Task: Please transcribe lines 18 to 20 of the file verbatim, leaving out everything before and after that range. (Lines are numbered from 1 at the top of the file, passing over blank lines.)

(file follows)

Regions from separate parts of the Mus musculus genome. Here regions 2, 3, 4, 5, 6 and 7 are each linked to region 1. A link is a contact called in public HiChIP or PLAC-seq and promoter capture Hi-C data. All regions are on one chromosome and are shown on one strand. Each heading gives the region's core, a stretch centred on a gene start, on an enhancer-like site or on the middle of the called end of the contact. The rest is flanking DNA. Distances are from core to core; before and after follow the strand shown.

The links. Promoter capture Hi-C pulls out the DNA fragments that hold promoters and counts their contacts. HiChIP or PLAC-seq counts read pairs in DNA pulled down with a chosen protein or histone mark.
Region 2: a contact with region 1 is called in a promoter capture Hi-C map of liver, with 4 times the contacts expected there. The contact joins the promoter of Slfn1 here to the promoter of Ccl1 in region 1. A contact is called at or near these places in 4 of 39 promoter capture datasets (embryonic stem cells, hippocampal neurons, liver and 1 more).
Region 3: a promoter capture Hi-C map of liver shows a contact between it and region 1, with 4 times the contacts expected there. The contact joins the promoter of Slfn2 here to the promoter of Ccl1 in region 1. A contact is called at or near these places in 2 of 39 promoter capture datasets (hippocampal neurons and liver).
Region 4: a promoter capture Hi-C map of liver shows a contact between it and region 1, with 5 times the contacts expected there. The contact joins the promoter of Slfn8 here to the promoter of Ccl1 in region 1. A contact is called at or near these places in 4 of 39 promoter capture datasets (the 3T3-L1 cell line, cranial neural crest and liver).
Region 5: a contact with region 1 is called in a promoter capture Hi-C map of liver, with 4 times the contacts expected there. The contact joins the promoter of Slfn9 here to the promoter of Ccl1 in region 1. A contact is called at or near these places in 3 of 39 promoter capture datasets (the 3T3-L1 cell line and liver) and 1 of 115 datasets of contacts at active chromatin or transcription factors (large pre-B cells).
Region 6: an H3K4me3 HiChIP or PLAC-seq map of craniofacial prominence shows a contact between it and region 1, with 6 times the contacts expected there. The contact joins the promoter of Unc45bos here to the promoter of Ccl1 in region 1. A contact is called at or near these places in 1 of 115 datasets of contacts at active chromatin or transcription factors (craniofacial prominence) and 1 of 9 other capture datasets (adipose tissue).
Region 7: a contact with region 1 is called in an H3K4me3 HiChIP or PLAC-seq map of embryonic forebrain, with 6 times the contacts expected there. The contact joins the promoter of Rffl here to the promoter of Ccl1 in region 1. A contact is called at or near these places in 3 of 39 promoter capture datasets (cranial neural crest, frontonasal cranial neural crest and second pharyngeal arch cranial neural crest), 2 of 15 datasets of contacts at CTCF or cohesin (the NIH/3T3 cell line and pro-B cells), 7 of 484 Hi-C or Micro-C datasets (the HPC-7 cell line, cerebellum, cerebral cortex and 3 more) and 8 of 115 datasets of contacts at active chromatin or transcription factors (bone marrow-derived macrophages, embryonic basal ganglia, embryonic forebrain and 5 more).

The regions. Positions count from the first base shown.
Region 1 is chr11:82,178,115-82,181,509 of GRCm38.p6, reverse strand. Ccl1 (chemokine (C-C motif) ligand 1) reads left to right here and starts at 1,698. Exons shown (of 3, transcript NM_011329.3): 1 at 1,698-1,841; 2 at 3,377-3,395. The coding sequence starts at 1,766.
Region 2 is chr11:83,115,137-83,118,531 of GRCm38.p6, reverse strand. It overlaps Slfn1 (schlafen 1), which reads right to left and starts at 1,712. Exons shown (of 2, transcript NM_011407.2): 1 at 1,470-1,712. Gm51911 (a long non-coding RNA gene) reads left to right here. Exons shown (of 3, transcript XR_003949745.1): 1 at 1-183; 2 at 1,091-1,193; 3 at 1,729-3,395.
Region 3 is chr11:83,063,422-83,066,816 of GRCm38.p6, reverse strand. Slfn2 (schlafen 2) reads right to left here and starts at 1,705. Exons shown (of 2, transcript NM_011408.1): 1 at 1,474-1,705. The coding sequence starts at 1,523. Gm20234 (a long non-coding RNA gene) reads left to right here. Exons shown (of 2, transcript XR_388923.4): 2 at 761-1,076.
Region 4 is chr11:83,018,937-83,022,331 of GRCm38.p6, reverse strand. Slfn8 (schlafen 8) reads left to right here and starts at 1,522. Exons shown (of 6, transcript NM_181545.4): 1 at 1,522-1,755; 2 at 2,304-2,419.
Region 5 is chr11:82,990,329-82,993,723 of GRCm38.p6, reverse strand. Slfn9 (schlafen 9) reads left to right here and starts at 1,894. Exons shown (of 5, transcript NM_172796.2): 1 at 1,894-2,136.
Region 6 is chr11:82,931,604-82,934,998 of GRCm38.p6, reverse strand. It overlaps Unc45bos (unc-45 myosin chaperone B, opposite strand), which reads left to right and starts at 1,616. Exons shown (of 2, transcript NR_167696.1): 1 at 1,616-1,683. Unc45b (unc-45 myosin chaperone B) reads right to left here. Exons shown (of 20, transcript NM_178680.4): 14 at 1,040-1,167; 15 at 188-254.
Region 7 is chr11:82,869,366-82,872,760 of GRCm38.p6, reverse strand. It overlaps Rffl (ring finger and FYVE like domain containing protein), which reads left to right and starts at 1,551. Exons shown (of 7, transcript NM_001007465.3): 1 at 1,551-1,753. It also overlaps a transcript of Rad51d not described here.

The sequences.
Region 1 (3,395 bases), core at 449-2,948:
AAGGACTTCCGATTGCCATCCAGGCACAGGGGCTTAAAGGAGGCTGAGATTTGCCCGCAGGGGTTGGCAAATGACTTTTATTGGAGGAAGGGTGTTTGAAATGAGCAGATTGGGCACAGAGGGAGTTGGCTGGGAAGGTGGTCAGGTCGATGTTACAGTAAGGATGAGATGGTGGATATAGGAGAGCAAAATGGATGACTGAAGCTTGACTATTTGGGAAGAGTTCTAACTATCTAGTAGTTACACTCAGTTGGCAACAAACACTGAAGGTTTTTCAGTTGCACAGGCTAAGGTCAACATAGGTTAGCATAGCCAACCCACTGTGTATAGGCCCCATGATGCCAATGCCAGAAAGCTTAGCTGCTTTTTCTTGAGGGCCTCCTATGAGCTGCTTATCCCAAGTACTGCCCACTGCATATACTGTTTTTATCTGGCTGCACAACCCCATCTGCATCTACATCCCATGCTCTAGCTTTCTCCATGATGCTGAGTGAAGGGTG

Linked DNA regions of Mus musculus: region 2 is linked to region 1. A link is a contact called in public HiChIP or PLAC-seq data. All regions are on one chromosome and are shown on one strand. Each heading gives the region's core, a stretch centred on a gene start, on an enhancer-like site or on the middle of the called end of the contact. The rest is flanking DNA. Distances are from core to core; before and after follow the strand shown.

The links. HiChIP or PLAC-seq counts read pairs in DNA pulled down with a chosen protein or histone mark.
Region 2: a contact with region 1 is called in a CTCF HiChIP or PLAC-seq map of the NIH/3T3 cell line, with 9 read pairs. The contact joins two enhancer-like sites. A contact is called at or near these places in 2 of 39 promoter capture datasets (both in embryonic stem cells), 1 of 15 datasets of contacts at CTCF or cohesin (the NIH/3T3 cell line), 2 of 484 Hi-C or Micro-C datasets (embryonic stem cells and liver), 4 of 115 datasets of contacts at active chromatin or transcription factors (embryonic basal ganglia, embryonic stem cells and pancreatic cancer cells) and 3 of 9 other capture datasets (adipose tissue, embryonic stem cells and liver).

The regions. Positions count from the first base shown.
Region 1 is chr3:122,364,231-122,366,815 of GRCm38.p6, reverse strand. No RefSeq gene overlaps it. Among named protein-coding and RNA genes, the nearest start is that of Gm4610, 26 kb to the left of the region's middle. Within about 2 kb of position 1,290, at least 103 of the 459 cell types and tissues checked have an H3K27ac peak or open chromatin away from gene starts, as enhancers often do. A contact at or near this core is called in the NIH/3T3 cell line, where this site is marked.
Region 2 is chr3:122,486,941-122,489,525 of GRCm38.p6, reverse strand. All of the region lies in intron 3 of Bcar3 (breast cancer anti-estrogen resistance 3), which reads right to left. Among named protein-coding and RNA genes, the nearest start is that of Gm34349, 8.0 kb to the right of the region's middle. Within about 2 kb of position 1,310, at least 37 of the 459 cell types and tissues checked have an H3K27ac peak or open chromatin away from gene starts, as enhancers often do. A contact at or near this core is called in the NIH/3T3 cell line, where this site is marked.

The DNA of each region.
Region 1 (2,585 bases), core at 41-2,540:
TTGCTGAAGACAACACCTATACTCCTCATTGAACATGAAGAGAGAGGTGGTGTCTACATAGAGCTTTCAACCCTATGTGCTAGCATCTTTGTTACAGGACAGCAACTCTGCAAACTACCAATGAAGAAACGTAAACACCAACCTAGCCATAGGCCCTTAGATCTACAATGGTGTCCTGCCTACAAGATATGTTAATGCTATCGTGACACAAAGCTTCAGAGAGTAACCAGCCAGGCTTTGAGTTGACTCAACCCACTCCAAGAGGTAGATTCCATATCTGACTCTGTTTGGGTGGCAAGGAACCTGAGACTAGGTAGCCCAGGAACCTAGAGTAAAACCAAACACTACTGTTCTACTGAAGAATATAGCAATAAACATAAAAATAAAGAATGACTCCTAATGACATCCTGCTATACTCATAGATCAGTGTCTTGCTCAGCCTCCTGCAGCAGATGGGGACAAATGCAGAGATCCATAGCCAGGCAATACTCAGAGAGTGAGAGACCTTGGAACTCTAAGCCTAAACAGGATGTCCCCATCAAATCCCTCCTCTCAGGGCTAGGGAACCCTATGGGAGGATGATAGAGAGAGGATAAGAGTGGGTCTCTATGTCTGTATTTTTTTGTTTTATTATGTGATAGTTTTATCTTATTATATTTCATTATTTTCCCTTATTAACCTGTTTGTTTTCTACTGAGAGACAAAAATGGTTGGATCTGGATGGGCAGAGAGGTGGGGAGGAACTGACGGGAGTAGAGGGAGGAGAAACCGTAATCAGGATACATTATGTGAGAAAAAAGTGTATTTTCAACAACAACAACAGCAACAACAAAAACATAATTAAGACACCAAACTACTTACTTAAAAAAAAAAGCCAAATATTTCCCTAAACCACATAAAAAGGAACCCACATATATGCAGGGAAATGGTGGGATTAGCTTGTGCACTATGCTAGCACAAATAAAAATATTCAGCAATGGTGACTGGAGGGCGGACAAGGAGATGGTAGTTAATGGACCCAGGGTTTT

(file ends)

Region 1 (3,395 bases), core at 449-2,948:
AAGGACTTCCGATTGCCATCCAGGCACAGGGGCTTAAAGGAGGCTGAGATTTGCCCGCAGGGGTTGGCAAATGACTTTTATTGGAGGAAGGGTGTTTGAAATGAGCAGATTGGGCACAGAGGGAGTTGGCTGGGAAGGTGGTCAGGTCGATGTTACAGTAAGGATGAGATGGTGGATATAGGAGAGCAAAATGGATGACTGAAGCTTGACTATTTGGGAAGAGTTCTAACTATCTAGTAGTTACACTCAGTTGGCAACAAACACTGAAGGTTTTTCAGTTGCACAGGCTAAGGTCAACATAGGTTAGCATAGCCAACCCACTGTGTATAGGCCCCATGATGCCAATGCCAGAAAGCTTAGCTGCTTTTTCTTGAGGGCCTCCTATGAGCTGCTTATCCCAAGTACTGCCCACTGCATATACTGTTTTTATCTGGCTGCACAACCCCATCTGCATCTACATCCCATGCTCTAGCTTTCTCCATGATGCTGAGTGAAGGGTG

Linked DNA regions of Mus musculus: region 2 is linked to region 1. A link is a contact called in public HiChIP or PLAC-seq data. All regions are on one chromosome and are shown on one strand. Each heading gives the region's core, a stretch centred on a gene start, on an enhancer-like site or on the middle of the called end of the contact. The rest is flanking DNA. Distances are from core to core; before and after follow the strand shown.